Mommy, busy playing with the dog, notices neither the reverse lights (the reverse lights are on), nor movement of the vehicle. Stepping away from my location, I (placing my hand into the air and in the “stop” position) alert the driver, he immediately stops the vehicle-apparently, he could not see the child; simultaneously, I advise Mommy of the danger. She (now) secures her child.

HELLO! It is a PARKING LOT and NOT a PLAYPEN.

Ok guys, your turn: Why is it that (some) men tend to enjoy reading a newspaper (or electronic notebooks or whatever) while driving on busy roadways or even bridges?

COME ON! STUPID is STUPID!

In either case, and as adults, we have had enough time to realize that the world around us deserves-our-immediate attention to details.

Mommy, whenever out with young children they must (always) be secured and safe from potential harm. Men, you may believe that you are without idiotic behaviors, if so, then the belief is short-lived.

Folks: It takes just “one time,” and entire lives change- forever. Yes, we equally share (in some way) the title of stupid, and many of us continue and no matter the known dangers, to do things that place others, and us and including innocent children, at risk of injury and or death. None of us is exempt from error, and daily, all of us (even minimally) are guilty of “active stupidity.” Therefore, be thoughtful…be CAREFUL!

The truth is and in my opinion, we can never think of, or understand everything; we therefore, operate in (a) blinded acceptance, and throughout our lifetimes. Daily, we encounter things, situations, circumstances, and even tragedies that simply make little sense. These events, and even after great speculation (sometimes) end inside the bottom drawer: the world of the lost and the unexplained; the world of the unknown and the unwanted.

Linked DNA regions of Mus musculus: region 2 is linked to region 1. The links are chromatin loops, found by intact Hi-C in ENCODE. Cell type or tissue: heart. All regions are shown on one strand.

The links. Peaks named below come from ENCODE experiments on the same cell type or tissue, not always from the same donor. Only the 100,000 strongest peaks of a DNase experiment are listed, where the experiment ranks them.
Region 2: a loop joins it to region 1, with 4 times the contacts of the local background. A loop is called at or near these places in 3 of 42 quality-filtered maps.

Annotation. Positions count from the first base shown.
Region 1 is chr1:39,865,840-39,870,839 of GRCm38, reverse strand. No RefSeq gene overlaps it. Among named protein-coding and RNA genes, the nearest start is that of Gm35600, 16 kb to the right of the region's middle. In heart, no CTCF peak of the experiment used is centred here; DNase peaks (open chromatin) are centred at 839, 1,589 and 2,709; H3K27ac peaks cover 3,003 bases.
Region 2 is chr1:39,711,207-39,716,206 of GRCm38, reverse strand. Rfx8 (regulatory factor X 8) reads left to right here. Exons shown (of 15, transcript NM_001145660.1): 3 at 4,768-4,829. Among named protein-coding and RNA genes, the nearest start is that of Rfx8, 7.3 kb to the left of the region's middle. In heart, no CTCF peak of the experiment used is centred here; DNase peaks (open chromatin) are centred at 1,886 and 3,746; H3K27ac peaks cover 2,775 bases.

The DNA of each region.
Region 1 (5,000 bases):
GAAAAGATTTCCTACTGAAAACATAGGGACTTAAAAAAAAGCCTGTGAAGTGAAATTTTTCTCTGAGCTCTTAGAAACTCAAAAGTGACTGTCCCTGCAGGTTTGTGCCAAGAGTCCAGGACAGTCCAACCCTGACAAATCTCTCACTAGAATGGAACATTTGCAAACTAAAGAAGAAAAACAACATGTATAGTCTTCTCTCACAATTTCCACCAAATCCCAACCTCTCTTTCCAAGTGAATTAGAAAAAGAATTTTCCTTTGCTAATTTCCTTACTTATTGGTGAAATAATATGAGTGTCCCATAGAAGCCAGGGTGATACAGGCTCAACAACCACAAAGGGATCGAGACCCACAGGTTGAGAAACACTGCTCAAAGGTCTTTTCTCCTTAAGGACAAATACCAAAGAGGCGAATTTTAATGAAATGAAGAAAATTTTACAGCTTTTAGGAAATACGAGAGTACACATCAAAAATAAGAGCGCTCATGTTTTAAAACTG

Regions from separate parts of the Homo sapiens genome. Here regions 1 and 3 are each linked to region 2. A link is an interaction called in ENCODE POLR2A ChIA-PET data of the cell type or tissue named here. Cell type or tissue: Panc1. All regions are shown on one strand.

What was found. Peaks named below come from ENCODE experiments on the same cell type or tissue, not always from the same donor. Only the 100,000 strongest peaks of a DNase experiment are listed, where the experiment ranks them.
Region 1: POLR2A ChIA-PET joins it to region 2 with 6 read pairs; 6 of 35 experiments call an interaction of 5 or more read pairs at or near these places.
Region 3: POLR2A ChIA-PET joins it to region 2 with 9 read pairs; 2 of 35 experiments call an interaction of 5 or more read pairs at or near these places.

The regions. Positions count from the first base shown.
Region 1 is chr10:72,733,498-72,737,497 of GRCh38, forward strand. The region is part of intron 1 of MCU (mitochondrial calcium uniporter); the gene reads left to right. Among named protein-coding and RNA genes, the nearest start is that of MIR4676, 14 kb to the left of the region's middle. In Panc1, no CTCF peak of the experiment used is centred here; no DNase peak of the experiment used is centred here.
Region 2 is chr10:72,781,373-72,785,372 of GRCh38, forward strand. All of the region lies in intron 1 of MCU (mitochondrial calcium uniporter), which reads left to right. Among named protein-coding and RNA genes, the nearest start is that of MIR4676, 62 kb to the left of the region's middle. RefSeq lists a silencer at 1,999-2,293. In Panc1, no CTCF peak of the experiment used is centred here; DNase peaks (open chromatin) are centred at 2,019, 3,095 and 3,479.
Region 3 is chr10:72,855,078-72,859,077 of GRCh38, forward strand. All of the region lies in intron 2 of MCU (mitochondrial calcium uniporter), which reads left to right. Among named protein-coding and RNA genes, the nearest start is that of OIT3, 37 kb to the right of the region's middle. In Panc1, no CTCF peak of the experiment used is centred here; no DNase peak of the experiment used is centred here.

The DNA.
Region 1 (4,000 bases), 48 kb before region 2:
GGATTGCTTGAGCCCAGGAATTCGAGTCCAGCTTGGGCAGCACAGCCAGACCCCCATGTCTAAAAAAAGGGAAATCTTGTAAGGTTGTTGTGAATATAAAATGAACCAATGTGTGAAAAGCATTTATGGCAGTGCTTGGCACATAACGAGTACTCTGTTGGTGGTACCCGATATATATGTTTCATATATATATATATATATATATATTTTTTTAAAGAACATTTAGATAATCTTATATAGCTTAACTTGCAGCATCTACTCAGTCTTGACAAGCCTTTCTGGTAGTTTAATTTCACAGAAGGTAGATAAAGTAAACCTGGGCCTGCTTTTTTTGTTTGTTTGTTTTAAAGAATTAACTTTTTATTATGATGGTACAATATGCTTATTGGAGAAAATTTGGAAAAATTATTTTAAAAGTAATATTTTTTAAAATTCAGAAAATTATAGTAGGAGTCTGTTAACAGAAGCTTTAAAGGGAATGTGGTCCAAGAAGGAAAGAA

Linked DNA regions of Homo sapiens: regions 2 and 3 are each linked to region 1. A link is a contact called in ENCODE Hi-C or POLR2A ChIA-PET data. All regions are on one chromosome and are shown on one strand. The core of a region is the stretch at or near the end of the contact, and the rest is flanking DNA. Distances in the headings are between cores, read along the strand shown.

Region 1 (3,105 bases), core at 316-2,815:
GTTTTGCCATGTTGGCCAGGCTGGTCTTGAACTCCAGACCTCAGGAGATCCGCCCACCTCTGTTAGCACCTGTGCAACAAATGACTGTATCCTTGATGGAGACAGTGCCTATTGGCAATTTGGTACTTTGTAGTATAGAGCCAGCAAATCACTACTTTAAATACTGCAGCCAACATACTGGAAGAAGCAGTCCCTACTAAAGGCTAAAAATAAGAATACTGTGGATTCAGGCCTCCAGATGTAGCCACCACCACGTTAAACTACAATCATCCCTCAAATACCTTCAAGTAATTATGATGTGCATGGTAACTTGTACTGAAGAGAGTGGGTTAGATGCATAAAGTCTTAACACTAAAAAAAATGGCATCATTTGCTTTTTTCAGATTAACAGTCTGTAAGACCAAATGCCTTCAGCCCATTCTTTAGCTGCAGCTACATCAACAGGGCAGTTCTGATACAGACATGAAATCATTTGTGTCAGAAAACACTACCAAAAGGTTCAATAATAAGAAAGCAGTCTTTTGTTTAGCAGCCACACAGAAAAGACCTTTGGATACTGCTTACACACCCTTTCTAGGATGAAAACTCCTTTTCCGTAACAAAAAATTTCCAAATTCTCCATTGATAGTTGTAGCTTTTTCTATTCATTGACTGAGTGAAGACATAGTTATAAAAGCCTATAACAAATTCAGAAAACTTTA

Summation: (Remember, I am not a Scientist.)

Thinking and understanding are electrochemical inducements of the central nervous system (the brain and spinal cord). Therefore, would it be correct to say, that these are “intangibles”? In other words, when and how do we actually realize thinking? How do we “sense” it? Can it be touched, can we “feel” it? Moreover, if it cannot be touched, if we cannot feel it, then it is without surface and texture, absent tangibility; therefore, unreal—and what of reality?

What, who we are, is deeply founded in systems of belief, inspirational faith. What are we to think, what could we to believe should it all end, simply as, “is” not?

Further: Countless lifetimes are spent contemplating the questions of thinking and understanding; well-educated professionals are well paid, to make sense of it all. Truly: and one peek behind the curtain possibly reveals that most assurances are little more than uncertainties. Sometimes, we need only to seek the resolve of children.

I wake each morning to the sweet sounds of birdsong; and it matters not whether the experience is tangible or intangible; and truly, it matters not that I understand; however, and regardless of the interpretations, the definitions of these sounds, certainly, the matter is how I feel. The lovely alluring songs thrill me, they provide me happiness. In this lifetime: moments are few, but if we are fortunate, the few could be many.

Copyright © 2012-2017 Delbert H. Rhodes